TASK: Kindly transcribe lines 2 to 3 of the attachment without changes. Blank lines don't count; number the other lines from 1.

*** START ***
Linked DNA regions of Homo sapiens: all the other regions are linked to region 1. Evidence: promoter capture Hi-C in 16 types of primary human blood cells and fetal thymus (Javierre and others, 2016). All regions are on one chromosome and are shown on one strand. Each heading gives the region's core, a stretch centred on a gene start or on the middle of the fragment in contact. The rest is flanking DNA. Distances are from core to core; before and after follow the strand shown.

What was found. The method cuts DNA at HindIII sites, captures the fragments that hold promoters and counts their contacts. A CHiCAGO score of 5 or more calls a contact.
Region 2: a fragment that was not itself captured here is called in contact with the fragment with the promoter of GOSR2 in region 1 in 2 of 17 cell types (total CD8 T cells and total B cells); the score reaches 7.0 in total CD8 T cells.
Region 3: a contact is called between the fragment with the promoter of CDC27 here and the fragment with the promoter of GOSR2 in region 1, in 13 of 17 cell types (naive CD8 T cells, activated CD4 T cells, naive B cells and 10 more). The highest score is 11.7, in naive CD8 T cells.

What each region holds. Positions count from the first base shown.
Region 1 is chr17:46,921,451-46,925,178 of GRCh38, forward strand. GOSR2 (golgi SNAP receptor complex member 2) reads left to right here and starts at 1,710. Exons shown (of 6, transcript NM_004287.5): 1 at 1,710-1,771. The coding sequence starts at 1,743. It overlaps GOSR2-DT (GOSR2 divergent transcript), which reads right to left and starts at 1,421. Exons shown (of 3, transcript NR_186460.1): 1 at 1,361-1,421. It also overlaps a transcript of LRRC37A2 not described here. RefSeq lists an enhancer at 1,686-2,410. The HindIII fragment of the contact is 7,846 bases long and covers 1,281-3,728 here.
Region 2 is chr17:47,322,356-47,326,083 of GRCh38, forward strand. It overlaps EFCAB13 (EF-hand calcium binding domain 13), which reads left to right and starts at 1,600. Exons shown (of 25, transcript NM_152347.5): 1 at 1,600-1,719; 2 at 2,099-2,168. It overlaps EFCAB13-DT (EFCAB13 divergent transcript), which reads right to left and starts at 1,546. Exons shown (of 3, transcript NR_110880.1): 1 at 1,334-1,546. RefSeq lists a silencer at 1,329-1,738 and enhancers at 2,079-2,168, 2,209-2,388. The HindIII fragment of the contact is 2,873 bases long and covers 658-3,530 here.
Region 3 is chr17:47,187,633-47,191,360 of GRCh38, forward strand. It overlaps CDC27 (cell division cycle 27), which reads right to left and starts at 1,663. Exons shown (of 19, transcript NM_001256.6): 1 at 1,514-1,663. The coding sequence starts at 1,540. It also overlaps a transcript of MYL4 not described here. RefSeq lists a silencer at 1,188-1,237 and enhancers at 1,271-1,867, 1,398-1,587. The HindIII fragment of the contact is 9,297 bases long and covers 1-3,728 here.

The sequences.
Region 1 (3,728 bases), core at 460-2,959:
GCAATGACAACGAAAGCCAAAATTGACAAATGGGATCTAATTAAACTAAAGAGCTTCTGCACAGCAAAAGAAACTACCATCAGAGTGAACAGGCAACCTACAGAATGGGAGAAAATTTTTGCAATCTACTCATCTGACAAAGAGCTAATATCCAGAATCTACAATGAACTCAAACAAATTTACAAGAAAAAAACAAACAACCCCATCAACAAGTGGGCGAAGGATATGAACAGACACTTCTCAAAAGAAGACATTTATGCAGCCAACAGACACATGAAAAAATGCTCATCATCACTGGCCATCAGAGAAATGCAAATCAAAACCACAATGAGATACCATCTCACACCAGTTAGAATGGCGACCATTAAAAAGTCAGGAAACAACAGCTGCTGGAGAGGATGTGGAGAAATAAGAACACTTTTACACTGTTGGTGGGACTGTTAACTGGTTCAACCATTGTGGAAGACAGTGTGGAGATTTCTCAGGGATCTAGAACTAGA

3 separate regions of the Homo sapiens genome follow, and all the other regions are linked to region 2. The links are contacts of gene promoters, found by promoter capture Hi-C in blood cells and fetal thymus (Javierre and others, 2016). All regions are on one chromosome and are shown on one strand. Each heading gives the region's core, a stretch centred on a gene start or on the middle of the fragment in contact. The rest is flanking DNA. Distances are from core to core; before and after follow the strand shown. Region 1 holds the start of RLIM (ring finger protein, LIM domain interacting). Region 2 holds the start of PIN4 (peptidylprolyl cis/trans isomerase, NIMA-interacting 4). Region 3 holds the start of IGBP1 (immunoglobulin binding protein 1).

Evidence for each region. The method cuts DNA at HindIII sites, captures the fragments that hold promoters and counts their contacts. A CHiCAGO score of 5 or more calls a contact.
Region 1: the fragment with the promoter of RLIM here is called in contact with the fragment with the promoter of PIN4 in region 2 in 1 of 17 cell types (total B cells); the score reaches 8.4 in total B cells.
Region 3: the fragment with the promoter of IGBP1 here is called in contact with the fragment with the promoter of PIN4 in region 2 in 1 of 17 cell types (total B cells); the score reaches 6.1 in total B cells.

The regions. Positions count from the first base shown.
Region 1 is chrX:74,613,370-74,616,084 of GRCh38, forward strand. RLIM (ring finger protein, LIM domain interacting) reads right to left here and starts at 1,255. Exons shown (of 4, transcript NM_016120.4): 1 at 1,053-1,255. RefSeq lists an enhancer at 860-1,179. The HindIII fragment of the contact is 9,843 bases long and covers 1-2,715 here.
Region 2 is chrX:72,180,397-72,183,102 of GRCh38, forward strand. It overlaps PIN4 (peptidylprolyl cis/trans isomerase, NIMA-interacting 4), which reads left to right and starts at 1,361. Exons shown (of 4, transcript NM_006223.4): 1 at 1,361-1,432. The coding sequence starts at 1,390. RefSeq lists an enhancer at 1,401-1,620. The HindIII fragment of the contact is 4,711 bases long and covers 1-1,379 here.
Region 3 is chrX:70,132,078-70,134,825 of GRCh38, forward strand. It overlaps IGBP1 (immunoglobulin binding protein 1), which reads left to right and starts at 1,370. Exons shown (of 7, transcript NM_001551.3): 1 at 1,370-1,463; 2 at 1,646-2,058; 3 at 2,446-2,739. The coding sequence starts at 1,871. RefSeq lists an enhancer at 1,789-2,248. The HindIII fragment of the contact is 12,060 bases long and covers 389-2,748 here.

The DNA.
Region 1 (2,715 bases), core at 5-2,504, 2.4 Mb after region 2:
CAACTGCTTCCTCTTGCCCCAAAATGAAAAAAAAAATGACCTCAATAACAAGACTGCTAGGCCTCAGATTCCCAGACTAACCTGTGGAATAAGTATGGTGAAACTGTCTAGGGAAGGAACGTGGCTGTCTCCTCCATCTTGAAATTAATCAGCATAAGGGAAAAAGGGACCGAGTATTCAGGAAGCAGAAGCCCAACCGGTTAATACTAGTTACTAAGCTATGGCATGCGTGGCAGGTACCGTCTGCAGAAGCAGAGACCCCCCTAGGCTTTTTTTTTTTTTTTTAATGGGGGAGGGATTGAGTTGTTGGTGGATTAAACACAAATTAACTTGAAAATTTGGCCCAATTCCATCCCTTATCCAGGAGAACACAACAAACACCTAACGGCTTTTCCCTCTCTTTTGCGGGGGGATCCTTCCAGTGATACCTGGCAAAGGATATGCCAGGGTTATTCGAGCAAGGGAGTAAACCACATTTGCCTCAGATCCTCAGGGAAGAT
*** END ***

What was found. The method cuts DNA at HindIII sites, captures the fragments that hold promoters and counts their contacts. A CHiCAGO score of 5 or more calls a contact.
Region 2: a fragment that was not itself captured here is called in contact with the fragment with the promoter of GOSR2 in region 1 in 2 of 17 cell types (total CD8 T cells and total B cells); the score reaches 7.0 in total CD8 T cells.